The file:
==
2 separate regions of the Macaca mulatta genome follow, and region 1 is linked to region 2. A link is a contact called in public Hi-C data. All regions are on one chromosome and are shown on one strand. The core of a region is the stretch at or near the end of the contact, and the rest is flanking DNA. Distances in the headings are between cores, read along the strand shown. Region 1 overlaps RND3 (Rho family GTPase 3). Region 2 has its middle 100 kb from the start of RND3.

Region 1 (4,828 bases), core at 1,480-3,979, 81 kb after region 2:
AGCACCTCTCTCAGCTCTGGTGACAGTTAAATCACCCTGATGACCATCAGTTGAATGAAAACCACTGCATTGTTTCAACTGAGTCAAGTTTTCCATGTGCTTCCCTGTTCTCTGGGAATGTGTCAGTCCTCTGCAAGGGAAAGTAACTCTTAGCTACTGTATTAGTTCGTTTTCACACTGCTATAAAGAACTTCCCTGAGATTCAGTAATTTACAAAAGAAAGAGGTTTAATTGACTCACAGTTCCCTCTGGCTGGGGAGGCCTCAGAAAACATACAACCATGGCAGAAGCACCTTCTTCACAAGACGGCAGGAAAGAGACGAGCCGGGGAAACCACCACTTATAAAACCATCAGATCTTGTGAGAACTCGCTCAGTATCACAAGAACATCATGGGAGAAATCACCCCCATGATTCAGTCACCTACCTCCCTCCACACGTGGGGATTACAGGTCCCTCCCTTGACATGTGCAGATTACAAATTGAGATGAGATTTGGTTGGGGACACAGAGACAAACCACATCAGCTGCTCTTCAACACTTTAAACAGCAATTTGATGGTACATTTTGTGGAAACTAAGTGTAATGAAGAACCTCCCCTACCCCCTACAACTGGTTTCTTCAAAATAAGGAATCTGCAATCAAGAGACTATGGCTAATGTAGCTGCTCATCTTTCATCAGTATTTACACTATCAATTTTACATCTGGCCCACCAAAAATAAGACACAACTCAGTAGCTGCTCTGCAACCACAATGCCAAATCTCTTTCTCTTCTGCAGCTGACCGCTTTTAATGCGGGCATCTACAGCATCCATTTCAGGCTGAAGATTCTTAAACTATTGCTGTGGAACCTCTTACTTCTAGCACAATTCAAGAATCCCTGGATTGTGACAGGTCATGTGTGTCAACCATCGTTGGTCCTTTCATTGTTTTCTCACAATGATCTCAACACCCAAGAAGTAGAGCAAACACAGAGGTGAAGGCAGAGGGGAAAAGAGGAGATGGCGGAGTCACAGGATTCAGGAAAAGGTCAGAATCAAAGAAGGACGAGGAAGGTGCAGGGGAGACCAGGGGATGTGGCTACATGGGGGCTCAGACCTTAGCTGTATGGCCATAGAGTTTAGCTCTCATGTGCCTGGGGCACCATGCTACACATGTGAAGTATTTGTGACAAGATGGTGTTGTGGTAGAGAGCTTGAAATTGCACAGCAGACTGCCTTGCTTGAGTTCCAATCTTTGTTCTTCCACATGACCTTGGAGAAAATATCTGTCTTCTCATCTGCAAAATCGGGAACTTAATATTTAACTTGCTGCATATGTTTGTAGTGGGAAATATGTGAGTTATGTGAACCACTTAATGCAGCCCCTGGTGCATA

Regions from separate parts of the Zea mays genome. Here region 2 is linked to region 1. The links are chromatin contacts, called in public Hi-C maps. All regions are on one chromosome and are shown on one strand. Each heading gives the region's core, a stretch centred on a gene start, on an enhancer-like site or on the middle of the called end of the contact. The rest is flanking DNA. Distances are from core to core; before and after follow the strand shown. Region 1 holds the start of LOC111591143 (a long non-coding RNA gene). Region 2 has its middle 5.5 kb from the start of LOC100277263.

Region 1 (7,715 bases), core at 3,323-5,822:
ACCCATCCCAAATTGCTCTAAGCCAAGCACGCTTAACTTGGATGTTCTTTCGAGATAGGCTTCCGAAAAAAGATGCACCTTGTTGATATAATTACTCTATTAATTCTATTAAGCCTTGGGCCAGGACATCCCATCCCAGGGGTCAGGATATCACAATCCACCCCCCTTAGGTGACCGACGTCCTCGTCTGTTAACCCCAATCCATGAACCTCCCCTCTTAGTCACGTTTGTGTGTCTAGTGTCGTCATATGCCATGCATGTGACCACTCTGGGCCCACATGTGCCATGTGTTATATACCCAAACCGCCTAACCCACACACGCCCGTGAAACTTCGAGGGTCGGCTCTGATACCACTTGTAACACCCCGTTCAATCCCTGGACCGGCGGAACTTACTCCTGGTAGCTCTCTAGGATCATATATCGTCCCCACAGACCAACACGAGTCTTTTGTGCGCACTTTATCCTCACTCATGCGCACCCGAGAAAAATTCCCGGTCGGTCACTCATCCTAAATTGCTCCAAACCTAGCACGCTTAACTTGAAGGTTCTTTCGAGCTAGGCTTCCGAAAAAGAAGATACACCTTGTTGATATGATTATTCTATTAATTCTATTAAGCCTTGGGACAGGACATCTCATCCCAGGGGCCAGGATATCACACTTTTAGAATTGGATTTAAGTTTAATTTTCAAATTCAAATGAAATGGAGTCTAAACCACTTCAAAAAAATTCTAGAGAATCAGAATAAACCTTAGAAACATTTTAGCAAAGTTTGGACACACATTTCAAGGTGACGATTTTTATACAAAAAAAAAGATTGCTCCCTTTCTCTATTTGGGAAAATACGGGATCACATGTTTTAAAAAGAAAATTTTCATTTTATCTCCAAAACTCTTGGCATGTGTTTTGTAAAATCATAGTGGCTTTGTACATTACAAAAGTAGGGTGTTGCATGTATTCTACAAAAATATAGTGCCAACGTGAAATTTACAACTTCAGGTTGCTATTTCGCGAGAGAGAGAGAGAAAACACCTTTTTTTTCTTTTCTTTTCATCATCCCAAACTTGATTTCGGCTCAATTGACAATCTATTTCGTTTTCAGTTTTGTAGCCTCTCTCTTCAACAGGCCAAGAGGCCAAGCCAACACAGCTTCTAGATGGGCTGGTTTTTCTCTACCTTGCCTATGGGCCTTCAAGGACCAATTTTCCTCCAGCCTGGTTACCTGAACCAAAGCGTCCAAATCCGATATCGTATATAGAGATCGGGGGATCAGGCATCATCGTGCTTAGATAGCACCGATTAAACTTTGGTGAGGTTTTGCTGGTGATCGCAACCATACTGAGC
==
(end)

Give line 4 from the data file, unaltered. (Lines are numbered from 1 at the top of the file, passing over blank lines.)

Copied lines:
Regions from separate parts of the Zea mays genome. Here region 2 is linked to region 1. The links are chromatin contacts, called in public Hi-C maps. All regions are on one chromosome and are shown on one strand. Each heading gives the region's core, a stretch centred on a gene start, on an enhancer-like site or on the middle of the called end of the contact. The rest is flanking DNA. Distances are from core to core; before and after follow the strand shown. Region 1 holds the start of LOC111591143 (a long non-coding RNA gene). Region 2 has its middle 5.5 kb from the start of LOC100277263.